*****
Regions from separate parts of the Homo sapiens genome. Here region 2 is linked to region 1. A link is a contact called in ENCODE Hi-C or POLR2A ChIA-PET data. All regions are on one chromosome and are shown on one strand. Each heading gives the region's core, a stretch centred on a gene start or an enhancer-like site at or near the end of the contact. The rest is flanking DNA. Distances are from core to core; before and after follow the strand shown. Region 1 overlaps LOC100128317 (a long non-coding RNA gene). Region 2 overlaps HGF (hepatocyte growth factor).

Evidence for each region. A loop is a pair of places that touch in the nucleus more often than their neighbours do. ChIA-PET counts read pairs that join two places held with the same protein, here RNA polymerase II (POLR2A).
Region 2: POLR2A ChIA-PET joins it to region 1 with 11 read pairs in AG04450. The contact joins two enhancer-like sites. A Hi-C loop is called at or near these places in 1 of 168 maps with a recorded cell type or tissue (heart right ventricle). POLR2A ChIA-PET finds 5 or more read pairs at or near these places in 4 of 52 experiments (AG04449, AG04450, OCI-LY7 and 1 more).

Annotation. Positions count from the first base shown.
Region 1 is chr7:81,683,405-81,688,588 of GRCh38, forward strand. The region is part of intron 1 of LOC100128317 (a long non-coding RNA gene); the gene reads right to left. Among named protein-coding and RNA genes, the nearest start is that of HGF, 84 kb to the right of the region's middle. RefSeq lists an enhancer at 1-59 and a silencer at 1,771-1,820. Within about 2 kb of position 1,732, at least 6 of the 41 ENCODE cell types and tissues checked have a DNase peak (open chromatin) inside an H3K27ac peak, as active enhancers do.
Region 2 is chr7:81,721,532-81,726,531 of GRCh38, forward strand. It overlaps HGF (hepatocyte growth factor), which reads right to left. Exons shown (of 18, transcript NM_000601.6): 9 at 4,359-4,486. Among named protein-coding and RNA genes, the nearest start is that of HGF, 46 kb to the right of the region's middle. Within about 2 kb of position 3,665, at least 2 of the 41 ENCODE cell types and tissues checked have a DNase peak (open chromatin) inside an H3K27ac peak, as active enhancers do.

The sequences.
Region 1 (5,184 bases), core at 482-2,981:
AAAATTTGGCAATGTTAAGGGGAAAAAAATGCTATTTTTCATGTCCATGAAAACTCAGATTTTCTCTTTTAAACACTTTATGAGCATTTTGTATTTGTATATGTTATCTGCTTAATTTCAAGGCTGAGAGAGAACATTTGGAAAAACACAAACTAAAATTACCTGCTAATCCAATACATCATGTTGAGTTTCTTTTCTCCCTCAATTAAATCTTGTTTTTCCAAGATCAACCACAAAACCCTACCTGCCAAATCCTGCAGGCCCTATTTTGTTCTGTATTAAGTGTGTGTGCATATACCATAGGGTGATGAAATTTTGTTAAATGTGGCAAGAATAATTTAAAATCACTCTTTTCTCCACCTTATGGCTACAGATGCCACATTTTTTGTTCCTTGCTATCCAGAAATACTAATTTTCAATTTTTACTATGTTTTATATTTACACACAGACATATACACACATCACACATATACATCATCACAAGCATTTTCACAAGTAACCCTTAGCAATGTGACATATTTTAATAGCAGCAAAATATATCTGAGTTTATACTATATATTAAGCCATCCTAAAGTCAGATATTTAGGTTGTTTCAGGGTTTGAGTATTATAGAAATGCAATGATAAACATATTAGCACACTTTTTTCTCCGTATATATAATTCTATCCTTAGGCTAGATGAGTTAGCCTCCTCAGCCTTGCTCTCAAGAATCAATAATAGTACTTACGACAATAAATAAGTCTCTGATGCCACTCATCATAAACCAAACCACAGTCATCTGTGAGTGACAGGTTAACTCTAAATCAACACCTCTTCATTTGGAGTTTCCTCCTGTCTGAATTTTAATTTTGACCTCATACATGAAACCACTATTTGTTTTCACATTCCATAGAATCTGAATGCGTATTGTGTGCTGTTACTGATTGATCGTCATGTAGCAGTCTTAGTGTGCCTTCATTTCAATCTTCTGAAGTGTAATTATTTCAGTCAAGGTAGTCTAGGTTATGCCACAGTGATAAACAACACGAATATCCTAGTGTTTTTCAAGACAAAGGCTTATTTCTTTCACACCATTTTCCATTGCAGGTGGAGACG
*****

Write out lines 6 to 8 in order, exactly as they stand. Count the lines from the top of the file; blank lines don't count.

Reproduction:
Region 2 is chr7:81,721,532-81,726,531 of GRCh38, forward strand. It overlaps HGF (hepatocyte growth factor), which reads right to left. Exons shown (of 18, transcript NM_000601.6): 9 at 4,359-4,486. Among named protein-coding and RNA genes, the nearest start is that of HGF, 46 kb to the right of the region's middle. Within about 2 kb of position 3,665, at least 2 of the 41 ENCODE cell types and tissues checked have a DNase peak (open chromatin) inside an H3K27ac peak, as active enhancers do.

The sequences.
Region 1 (5,184 bases), core at 482-2,981: